Yankees radio broadcaster Suzyn Waldman

Yankees radio broadcaster Suzyn Waldman Credit: Handout

How long has Suzyn Waldman been on the job? This long: She said the reason she was assigned to cover the Yankees in 1987 was that they were perceived as the other team in town.

"The guys all wanted to go to Shea," she said.

This was outside the Yankees' clubhouse yesterday morning, the first day of Waldman's 25th season covering the team as a radio and TV reporter and, for the last seven, as a radio commentator.

Twenty-five. She considered that number as she entered the clubhouse for the first time this regular season.

"I have been doing this longer than I was in theater, which is stunning to me, because I spent my whole life preparing to be in theater," she said. "Twenty-five years, to me, sounds like nothing, but I know some people in that room were not even alive."

Pretty much everything has changed since then, from the Yankees' relative status in town, to the way women journalists are treated in the locker room, to Waldman's level of confidence. "The first time I walked into a clubhouse at the old Yankee Stadium, I was terrified," she said. "I had never done that. I didn't want to make any mistakes, and people weren't very nice.

"I was thinking about the difference walking into this in 2011 and 1987. I am not a different person but a whole different persona."

John Sterling in the WCBS 880 AM broadcast booth with...

John Sterling in the WCBS 880 AM broadcast booth with Suzyn Waldman. Credit: David Pokress

En route, Waldman has gone from a little-known staffer on a new radio station -- she was the first voice ever heard on WFAN -- to half of the most polarizing sports announcing team in New York.

With the possible exception of WFAN host Mike Francesa, there are no more reliable lightning rods in local sports media than Waldman and John Sterling.

So far, that has not hurt their careers. But they enter this season facing uncommon uncertainty.

For one thing, CBS Radio's contract with the Yankees expires after 2011, and although it is unlikely CBS will let them go, there figure to be other suitors, including ESPN.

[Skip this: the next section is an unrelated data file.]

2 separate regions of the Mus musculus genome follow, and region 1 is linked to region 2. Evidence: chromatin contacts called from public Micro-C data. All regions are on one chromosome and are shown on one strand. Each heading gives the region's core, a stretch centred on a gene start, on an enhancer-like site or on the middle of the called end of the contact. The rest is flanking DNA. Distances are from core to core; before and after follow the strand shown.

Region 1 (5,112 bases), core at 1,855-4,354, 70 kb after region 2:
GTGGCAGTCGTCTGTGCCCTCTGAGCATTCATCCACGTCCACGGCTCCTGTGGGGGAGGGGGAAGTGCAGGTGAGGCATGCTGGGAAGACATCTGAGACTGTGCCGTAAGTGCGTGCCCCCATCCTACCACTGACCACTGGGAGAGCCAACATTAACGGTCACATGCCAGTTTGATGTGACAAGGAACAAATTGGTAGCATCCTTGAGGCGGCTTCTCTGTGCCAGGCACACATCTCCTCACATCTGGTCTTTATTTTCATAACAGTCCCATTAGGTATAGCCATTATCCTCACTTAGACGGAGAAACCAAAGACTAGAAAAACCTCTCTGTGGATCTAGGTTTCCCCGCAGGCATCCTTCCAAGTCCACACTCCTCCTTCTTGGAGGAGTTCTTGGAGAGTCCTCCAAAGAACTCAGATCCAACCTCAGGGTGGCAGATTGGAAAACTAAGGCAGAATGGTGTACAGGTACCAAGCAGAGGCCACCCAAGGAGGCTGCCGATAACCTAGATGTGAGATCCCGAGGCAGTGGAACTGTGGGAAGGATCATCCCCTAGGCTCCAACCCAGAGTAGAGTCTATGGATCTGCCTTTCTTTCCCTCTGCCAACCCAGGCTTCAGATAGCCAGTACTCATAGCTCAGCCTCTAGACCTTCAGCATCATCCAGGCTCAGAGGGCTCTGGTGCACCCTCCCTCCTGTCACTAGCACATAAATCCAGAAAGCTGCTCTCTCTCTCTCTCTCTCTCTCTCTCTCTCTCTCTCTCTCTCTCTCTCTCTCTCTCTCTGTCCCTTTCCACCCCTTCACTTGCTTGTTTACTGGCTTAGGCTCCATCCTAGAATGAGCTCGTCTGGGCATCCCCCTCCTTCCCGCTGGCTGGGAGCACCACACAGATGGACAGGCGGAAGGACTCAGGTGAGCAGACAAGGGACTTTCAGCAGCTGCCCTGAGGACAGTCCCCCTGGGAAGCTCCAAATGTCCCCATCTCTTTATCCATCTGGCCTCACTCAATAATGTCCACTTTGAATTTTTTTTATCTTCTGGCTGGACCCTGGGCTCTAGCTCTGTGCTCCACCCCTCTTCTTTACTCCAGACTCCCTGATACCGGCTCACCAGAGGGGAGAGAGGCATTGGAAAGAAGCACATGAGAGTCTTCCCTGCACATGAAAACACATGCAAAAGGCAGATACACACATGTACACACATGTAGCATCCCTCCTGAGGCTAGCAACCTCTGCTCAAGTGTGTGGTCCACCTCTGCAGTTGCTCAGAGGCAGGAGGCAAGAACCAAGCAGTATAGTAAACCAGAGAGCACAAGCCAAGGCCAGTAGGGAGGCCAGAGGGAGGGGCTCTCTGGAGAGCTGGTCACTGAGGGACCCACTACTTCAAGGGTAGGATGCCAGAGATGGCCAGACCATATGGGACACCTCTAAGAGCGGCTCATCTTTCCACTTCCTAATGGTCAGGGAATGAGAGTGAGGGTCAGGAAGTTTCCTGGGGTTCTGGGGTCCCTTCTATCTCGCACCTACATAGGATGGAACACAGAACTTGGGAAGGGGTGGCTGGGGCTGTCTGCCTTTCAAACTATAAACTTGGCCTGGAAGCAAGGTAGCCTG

For another, the contracts of Sterling and Waldman will be up. Finally, this is the first full season after the death of George Steinbrenner, who was loyal to both radio voices, Waldman in particular. (The team has the right to approve or disapprove of announcers.)

The Yankees probably will not address the radio team until after the season, but for all of the criticism he gets for his shtick and his imprecision, Sterling is likely to return.

Waldman's status is less clear. She said she has not gotten any indication from management about her future and has not sought one.

"I think they appreciate who I am and what I bring, but I've never asked," she said.

"I have a whole year. I lived my whole life in theater. Shows open, shows close. I never want to leave here, but that's not in my control."

Waldman, 64, said she has not tired of the grind and would like to continue "until they tell me to go away. I'd find something else to do if they said that's it, but I can't imagine not doing this."

She shrugged off the notion that the death of The Boss might affect her job security.

"I don't think it's relevant," she said. "George was someone who was as special a human being as I'm ever going to meet in my life. But everything changes."

Waldman made the point that she and Sterling provide fans something "pretty singular and pretty different from any other place."

That much is indisputable, but depending on your point of view, it is for better or worse.

"I think it's for better, actually," Waldman said. "That's a good thing, as opposed to being just another person."

No one -- fan or critic -- ever would accuse Waldman of being that.

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